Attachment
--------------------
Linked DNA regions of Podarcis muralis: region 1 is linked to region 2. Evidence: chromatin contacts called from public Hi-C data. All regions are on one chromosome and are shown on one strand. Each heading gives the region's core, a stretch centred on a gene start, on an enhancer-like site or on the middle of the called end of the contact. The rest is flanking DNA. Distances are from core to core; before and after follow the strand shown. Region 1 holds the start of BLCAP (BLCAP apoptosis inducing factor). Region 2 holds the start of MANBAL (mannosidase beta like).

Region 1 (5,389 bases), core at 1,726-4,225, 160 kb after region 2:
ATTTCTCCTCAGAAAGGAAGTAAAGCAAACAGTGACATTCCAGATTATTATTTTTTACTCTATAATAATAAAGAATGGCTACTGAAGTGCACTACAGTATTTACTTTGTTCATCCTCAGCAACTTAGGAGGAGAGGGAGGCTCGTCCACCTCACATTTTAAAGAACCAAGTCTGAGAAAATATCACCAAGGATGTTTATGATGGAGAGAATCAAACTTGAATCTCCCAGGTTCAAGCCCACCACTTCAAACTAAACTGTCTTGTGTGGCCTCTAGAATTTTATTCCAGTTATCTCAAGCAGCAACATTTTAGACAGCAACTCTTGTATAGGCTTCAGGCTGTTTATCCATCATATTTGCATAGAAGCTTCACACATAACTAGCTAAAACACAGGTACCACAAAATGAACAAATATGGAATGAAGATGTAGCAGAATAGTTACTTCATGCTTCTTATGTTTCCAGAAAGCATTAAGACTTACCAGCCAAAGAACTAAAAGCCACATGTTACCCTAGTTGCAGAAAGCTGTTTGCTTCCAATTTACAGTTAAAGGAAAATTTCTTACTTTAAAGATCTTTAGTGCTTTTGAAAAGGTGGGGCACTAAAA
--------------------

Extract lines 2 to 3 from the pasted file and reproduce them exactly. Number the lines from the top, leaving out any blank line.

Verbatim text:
Region 1 (5,389 bases), core at 1,726-4,225, 160 kb after region 2:
ATTTCTCCTCAGAAAGGAAGTAAAGCAAACAGTGACATTCCAGATTATTATTTTTTACTCTATAATAATAAAGAATGGCTACTGAAGTGCACTACAGTATTTACTTTGTTCATCCTCAGCAACTTAGGAGGAGAGGGAGGCTCGTCCACCTCACATTTTAAAGAACCAAGTCTGAGAAAATATCACCAAGGATGTTTATGATGGAGAGAATCAAACTTGAATCTCCCAGGTTCAAGCCCACCACTTCAAACTAAACTGTCTTGTGTGGCCTCTAGAATTTTATTCCAGTTATCTCAAGCAGCAACATTTTAGACAGCAACTCTTGTATAGGCTTCAGGCTGTTTATCCATCATATTTGCATAGAAGCTTCACACATAACTAGCTAAAACACAGGTACCACAAAATGAACAAATATGGAATGAAGATGTAGCAGAATAGTTACTTCATGCTTCTTATGTTTCCAGAAAGCATTAAGACTTACCAGCCAAAGAACTAAAAGCCACATGTTACCCTAGTTGCAGAAAGCTGTTTGCTTCCAATTTACAGTTAAAGGAAAATTTCTTACTTTAAAGATCTTTAGTGCTTTTGAAAAGGTGGGGCACTAAAA